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What the election is really about

By Alan Caruba
web posted October 4, 2004

Soon Americans will go to the polls to select their next President, but they will, in reality, be making the most important decision any electorate can. They will be voting on the issue of national sovereignty. They will be asked, as were previous generations of Americans, who's in charge? The will of the American people or the dictate of the United Nations?

In the midst of the Civil War, a war about the transcendence of the Constitution over the wish of southern States to form a separate nation, an election was held and Americans reelected Abraham Lincoln despite the carnage that would eventually exceed that of all American wars put together. They voted for national sovereignty, the right of the federal government to protect and maintain itself in the face of succession. It was a war, as Lincoln put it, about a government "Of the people, by the people, and for the people."

The sovereignty of America is declared in the Constitution and that document draws its strength from the will of the people to be an independent nation, free to make its own choices. Its preamble clearly states that "We the People of the United States"…in order "to secure the Blessings of Liberty to ourselves and our Posterity, do ordain and establish this Constitution for the United States of America."

In this election, voters are being asked to validate the decision of the incumbent President, with the authorization of Congress, to wage war in our name or whether we shall turn in another direction to support a candidate who advocates giving the United Nations the final say as well in consultation with other nations, even when they openly oppose wars deemed necessary to our security. Or, in the words of the Constitution, to "provide for our common defense."

Sovereignty turns on the issue of who's in charge. Is it the American people through their elected representatives and executive branch? Or is it the United Nations through its General Assembly and its Security Council? Is it a Europe divided between nations such as France and Germany who oppose the war? Or is it the Europe supporting our war? That Europe includes Spain, Italy, Poland and others who were the captive nations of the former Soviet Union; nations who now savor their sovereignty, their freedoms. More than thirty nations around the world have become "a coalition of the willing."

In a brilliant book, The Case for Sovereignty: Why the World Should Welcome American Independence ($25.00, AEI Press), Jeremy A. Rabkin, a professor of government at Cornell University, examines the history of sovereignty and the essential role it played in the minds of the Constitution's framers. Likewise, he reveals how the devotion to sovereignty has shaped our nation's history and continues to do so today.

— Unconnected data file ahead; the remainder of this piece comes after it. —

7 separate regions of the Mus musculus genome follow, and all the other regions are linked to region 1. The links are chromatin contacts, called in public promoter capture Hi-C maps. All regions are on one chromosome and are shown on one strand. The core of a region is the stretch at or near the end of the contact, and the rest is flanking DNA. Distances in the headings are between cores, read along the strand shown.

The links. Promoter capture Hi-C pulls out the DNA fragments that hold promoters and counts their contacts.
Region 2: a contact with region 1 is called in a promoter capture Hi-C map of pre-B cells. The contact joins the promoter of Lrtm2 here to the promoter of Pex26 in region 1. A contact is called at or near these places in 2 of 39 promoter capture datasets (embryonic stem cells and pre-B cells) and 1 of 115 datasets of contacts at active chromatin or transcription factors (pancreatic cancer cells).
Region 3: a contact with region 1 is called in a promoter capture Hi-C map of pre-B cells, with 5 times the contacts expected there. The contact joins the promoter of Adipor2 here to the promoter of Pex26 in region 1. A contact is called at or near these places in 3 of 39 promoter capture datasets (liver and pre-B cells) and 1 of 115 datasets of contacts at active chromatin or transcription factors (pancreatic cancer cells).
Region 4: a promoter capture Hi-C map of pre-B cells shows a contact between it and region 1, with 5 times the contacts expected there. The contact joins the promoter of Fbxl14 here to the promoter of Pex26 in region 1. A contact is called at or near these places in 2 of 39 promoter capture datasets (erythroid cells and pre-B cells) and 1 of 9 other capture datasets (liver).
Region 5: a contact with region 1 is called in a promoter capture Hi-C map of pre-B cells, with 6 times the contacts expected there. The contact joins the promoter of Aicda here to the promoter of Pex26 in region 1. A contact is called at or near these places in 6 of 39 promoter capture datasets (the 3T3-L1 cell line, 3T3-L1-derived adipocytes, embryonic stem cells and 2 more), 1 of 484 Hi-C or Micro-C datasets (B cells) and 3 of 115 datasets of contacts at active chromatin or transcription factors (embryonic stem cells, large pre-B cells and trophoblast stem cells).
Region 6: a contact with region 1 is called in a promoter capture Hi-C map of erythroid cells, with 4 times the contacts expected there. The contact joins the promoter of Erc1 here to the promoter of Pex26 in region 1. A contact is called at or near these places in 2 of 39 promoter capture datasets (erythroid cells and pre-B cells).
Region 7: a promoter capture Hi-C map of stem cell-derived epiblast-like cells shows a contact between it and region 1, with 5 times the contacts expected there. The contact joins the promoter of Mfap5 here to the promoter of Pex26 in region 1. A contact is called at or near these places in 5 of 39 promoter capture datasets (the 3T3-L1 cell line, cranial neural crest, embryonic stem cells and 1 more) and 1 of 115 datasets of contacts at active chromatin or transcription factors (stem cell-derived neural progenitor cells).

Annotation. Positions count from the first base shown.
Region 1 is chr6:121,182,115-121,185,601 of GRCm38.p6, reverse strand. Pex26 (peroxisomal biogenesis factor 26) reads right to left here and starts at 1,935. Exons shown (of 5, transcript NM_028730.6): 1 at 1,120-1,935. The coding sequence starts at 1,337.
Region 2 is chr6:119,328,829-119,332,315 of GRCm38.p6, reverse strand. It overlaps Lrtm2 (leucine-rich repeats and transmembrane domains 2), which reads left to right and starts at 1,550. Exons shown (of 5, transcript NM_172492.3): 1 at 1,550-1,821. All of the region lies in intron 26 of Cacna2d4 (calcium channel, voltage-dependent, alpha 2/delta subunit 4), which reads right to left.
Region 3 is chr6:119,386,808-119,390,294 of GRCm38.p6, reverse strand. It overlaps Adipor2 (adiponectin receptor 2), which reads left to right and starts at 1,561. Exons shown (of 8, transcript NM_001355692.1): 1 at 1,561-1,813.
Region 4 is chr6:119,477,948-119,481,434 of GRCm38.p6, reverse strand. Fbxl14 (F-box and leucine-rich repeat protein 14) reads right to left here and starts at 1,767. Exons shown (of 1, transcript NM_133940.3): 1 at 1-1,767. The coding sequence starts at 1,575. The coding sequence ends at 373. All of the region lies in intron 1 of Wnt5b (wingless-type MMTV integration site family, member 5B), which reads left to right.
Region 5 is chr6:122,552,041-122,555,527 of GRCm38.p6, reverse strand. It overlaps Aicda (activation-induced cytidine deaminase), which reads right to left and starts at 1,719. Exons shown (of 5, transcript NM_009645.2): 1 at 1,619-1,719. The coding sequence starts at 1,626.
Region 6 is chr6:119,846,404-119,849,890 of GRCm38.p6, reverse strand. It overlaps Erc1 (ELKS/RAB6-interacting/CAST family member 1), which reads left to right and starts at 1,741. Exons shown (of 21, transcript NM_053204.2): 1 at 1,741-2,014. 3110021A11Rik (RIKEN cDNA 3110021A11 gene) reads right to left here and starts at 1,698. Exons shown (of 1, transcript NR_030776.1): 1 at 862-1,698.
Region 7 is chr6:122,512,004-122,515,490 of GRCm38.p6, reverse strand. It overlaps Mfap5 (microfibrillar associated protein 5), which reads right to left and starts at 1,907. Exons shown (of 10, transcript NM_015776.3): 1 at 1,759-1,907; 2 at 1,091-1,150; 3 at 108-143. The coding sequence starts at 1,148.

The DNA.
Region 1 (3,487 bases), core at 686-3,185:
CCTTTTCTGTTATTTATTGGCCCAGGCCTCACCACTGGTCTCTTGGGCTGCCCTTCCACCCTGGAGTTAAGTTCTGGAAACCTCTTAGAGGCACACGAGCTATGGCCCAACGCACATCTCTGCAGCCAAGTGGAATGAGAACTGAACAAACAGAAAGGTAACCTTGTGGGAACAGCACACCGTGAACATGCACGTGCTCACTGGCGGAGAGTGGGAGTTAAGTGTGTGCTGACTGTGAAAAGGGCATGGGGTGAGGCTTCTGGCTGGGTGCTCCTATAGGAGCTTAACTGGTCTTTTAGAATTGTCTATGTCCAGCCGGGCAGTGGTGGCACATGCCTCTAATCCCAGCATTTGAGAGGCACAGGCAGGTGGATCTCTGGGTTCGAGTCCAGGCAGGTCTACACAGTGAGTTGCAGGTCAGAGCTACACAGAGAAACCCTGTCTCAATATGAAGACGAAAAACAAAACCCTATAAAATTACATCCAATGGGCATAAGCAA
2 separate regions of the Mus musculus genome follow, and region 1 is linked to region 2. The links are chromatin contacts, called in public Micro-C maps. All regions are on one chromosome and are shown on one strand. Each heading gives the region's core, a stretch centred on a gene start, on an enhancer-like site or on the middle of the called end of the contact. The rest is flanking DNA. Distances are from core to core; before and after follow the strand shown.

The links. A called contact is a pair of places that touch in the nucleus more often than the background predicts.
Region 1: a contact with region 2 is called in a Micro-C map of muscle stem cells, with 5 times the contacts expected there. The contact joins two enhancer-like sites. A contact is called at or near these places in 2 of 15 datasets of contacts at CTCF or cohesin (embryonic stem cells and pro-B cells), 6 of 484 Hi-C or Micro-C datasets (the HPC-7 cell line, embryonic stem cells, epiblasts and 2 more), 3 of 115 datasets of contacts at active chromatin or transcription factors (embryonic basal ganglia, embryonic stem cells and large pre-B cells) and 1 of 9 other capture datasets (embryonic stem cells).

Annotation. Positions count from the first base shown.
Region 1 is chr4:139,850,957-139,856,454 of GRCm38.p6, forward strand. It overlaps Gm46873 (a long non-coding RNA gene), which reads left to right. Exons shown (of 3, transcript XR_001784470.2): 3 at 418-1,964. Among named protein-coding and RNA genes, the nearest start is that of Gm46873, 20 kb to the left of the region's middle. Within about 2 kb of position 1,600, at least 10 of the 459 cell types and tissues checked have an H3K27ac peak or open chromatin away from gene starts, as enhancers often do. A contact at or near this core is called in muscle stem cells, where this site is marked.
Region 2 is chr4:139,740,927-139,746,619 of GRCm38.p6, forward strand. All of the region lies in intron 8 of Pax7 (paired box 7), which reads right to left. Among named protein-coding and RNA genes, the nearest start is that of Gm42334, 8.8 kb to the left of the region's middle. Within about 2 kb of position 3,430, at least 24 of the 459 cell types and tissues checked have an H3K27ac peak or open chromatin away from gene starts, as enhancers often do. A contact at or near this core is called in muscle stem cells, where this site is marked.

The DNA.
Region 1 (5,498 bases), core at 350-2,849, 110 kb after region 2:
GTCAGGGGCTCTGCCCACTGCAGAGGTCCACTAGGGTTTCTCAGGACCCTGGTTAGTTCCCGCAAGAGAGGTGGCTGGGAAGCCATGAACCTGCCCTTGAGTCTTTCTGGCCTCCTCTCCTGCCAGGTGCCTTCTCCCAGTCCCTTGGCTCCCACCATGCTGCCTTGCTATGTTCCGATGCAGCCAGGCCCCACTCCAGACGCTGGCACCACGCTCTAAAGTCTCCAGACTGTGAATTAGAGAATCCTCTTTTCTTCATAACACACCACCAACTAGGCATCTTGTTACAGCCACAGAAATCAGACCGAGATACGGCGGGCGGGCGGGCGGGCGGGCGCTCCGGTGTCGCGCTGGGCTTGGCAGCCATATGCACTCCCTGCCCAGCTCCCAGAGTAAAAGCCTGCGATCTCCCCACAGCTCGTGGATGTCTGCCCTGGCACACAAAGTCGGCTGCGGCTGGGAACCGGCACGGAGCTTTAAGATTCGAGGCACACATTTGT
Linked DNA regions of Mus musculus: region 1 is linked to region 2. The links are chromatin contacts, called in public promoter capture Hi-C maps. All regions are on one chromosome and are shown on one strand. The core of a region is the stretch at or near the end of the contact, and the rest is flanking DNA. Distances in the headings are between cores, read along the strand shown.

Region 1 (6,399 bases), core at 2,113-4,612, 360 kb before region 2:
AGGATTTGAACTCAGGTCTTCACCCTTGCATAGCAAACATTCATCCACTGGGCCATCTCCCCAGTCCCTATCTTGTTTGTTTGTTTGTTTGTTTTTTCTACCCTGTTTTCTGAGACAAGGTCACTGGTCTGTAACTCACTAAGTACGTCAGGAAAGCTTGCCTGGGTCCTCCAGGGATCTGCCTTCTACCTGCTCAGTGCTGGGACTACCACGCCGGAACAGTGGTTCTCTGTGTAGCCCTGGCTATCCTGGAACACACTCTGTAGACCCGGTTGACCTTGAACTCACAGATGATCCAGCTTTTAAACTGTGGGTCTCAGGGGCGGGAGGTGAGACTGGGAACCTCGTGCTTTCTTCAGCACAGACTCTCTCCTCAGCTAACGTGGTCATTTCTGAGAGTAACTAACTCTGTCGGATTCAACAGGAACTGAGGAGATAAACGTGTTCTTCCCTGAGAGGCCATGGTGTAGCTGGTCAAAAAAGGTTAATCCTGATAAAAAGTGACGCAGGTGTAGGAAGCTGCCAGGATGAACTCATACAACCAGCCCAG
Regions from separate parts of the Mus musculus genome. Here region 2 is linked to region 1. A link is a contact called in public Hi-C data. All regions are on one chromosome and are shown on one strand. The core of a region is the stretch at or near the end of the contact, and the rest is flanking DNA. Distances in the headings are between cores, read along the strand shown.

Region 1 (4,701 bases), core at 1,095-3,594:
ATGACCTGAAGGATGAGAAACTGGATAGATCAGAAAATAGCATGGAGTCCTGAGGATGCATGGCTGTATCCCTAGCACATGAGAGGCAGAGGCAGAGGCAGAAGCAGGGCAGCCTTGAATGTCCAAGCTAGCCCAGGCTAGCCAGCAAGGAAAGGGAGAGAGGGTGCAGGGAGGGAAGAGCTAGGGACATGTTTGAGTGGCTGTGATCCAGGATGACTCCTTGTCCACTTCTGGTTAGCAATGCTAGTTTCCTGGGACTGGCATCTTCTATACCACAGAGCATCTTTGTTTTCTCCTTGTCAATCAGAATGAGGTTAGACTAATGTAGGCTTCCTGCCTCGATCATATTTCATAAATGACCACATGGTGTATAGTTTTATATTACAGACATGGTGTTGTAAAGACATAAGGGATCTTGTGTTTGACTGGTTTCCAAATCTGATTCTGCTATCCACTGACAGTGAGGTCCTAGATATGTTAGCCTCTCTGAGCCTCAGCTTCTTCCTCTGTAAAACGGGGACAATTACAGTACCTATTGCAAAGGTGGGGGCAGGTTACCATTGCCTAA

Addressing the current conflicts, Prof. Rabkin writes, "If peace is our priority, we would serve that priority more effectively by focusing on the particular states that threaten peace, and the particular practices of these states that are most threatening---such as their sponsorship of international terrorism and their attempts to acquire weapons of mass destruction."

So the real issue at stake is whether the United States, as a sovereign nation, has the right to use military power in the interest of our common defense. President Bush says yes. Senator Kerry, in essence, says no or maybe. It is difficult to know what Kerry's position is despite or because of his votes and statements. Either way, it is a clear vote as to whether national sovereignty trumps the view of Kofi Annan, the United Nations' Secretary General, that the war in Iraq is "illegal."

There is also the issue of whether the world really sees the United States as a menace.
If this were truly the case, both Canada and Mexico would reasonably be expected to fear for their own sovereignty, but they do not. Neither fears our power and, indeed, much of the world looks to the United States to exercise that power as the sole nation capable of functioning as a global peacekeeper. The threat that the former regime of Saddam Hussein posed to Iraq's immediate neighbors and as a sponsor of terrorism amply demonstrated the need for intervention or "preemption."

The United Nations is going the way of the former League of Nations, formed after World War I and, as history demonstrates, was incapable of responding to the threats that led to World War II. One of the earliest targets of the Islamic Jihad was the UN headquarters in Baghdad, leading to a hasty retreat. In addition, the UN has proved itself utterly corrupt and devoid of any of the high ideals upon which the United States was founded.

On November 2nd, Americans will once again determine whether the United States of America is a sovereign nation or whether it will go the way of Europe where member nations of the European Union continue to cede their sovereignty to an organization of unelected bureaucrats. Clearly, our membership in the United Nations did not deter us from exercising our sovereign right of self-defense. Freedom comes at a price. If our history provides a template, it is likely this generation of Americans will vote to pay that price.

Alan Caruba writes a weekly column, "Warning Signs", posted on the Internet site of The National Anxiety Center. © Alan Caruba 2004

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